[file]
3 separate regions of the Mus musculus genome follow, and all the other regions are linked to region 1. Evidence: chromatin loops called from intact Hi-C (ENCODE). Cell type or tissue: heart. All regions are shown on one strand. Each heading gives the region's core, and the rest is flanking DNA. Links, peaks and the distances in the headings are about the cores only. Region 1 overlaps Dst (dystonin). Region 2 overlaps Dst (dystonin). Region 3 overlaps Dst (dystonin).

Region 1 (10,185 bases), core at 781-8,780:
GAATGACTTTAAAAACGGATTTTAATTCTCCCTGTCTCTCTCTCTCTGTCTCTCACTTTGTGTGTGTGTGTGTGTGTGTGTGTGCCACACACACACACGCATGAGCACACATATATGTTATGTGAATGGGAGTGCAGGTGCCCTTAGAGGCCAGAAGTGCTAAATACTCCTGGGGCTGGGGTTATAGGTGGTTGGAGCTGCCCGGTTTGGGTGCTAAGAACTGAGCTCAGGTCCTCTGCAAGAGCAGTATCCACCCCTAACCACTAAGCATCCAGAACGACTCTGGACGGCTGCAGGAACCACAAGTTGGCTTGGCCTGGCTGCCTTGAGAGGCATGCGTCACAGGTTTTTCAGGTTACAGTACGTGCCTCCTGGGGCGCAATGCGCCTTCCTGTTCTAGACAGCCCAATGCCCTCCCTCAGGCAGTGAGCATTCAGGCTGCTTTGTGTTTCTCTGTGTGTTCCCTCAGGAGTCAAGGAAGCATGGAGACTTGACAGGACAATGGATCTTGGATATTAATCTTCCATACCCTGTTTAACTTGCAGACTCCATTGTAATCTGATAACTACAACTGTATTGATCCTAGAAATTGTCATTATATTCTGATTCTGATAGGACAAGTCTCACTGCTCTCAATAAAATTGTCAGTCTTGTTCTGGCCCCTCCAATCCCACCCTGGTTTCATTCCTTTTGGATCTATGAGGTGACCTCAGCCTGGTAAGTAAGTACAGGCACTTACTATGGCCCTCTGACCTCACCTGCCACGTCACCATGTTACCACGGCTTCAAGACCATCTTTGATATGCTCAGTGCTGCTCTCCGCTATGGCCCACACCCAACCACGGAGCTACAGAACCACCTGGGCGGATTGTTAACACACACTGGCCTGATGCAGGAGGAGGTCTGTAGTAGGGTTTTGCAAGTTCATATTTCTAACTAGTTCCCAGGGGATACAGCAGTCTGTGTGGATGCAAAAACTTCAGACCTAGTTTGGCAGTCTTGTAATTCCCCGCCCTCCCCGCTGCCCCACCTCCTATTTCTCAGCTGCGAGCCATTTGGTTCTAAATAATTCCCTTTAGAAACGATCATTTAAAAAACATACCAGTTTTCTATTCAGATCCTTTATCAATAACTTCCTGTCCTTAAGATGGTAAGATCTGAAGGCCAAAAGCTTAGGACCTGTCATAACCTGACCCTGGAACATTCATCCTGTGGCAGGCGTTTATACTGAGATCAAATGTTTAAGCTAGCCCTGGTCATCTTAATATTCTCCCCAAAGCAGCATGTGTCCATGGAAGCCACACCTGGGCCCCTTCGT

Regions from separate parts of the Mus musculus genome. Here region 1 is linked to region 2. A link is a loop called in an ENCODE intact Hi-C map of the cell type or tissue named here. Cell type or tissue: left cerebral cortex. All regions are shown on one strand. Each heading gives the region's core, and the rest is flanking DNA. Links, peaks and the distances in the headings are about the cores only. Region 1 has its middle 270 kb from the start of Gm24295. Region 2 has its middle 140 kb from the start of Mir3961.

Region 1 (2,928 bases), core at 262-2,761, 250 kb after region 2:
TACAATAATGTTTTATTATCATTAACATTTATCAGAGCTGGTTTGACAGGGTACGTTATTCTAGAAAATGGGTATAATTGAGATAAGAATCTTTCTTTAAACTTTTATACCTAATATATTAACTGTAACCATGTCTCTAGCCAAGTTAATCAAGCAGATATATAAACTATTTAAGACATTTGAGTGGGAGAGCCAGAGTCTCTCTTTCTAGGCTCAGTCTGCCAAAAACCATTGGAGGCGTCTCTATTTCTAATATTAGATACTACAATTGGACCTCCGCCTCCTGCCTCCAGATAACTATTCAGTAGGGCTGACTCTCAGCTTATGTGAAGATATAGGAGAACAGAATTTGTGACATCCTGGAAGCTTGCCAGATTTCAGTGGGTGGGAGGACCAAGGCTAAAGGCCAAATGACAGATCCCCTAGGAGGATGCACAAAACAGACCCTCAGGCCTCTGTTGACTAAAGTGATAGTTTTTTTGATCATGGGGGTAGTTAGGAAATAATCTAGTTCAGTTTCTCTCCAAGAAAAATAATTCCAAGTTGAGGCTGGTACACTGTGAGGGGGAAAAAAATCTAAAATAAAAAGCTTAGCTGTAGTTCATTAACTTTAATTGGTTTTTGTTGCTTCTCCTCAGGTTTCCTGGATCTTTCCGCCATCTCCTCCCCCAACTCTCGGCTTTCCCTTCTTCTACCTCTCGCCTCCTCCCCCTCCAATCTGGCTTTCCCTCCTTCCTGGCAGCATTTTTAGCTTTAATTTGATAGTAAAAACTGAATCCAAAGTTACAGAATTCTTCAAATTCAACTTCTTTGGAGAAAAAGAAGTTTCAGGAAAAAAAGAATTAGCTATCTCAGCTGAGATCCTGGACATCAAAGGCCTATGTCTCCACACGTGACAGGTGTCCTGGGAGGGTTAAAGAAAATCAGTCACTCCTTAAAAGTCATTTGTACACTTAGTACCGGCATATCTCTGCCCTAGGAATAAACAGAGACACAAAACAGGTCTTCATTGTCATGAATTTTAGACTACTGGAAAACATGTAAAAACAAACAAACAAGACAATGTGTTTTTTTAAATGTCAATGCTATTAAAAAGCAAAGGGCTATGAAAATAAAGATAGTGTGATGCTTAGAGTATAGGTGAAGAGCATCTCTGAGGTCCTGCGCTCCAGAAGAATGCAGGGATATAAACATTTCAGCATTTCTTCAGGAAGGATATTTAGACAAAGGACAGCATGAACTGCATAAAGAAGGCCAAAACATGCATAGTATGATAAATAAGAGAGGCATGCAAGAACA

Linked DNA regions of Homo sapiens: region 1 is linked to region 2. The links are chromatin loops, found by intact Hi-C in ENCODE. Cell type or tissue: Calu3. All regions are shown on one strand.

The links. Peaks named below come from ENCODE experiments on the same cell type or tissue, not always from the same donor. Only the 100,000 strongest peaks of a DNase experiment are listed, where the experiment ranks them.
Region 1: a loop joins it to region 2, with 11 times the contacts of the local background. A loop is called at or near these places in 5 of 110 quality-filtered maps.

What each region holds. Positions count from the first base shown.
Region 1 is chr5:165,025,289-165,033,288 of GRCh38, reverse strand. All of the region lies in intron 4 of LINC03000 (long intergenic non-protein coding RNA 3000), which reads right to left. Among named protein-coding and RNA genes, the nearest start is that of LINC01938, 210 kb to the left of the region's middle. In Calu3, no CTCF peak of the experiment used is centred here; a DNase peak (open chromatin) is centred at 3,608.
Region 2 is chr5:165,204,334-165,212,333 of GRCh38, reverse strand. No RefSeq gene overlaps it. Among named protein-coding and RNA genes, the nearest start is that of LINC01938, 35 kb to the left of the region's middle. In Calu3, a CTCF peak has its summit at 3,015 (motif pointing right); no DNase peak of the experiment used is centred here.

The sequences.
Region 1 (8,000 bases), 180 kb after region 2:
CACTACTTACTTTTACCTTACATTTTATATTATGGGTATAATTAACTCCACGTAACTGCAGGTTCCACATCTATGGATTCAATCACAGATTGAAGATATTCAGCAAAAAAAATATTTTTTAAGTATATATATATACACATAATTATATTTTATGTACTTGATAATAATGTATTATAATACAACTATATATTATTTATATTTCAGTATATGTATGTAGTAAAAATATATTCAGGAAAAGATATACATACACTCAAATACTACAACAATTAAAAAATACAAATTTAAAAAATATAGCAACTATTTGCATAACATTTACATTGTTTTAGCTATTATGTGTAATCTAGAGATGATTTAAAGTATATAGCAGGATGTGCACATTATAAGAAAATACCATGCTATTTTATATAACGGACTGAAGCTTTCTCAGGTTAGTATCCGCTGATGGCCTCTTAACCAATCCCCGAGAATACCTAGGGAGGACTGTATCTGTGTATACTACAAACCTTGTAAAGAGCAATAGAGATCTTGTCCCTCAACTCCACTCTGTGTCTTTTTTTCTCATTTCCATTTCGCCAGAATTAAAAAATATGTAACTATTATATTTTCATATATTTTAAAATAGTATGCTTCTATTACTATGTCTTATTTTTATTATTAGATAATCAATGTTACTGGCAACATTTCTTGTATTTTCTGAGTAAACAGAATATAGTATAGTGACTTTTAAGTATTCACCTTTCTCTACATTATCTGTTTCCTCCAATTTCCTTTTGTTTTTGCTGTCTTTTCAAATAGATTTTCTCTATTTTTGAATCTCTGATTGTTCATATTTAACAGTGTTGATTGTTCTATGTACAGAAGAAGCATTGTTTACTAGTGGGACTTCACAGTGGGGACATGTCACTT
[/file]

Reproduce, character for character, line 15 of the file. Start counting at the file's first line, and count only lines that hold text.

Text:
CACTACTTACTTTTACCTTACATTTTATATTATGGGTATAATTAACTCCACGTAACTGCAGGTTCCACATCTATGGATTCAATCACAGATTGAAGATATTCAGCAAAAAAAATATTTTTTAAGTATATATATATACACATAATTATATTTTATGTACTTGATAATAATGTATTATAATACAACTATATATTATTTATATTTCAGTATATGTATGTAGTAAAAATATATTCAGGAAAAGATATACATACACTCAAATACTACAACAATTAAAAAATACAAATTTAAAAAATATAGCAACTATTTGCATAACATTTACATTGTTTTAGCTATTATGTGTAATCTAGAGATGATTTAAAGTATATAGCAGGATGTGCACATTATAAGAAAATACCATGCTATTTTATATAACGGACTGAAGCTTTCTCAGGTTAGTATCCGCTGATGGCCTCTTAACCAATCCCCGAGAATACCTAGGGAGGACTGTATCTGTGTATACTACAAACCTTGTAAAGAGCAATAGAGATCTTGTCCCTCAACTCCACTCTGTGTCTTTTTTTCTCATTTCCATTTCGCCAGAATTAAAAAATATGTAACTATTATATTTTCATATATTTTAAAATAGTATGCTTCTATTACTATGTCTTATTTTTATTATTAGATAATCAATGTTACTGGCAACATTTCTTGTATTTTCTGAGTAAACAGAATATAGTATAGTGACTTTTAAGTATTCACCTTTCTCTACATTATCTGTTTCCTCCAATTTCCTTTTGTTTTTGCTGTCTTTTCAAATAGATTTTCTCTATTTTTGAATCTCTGATTGTTCATATTTAACAGTGTTGATTGTTCTATGTACAGAAGAAGCATTGTTTACTAGTGGGACTTCACAGTGGGGACATGTCACTT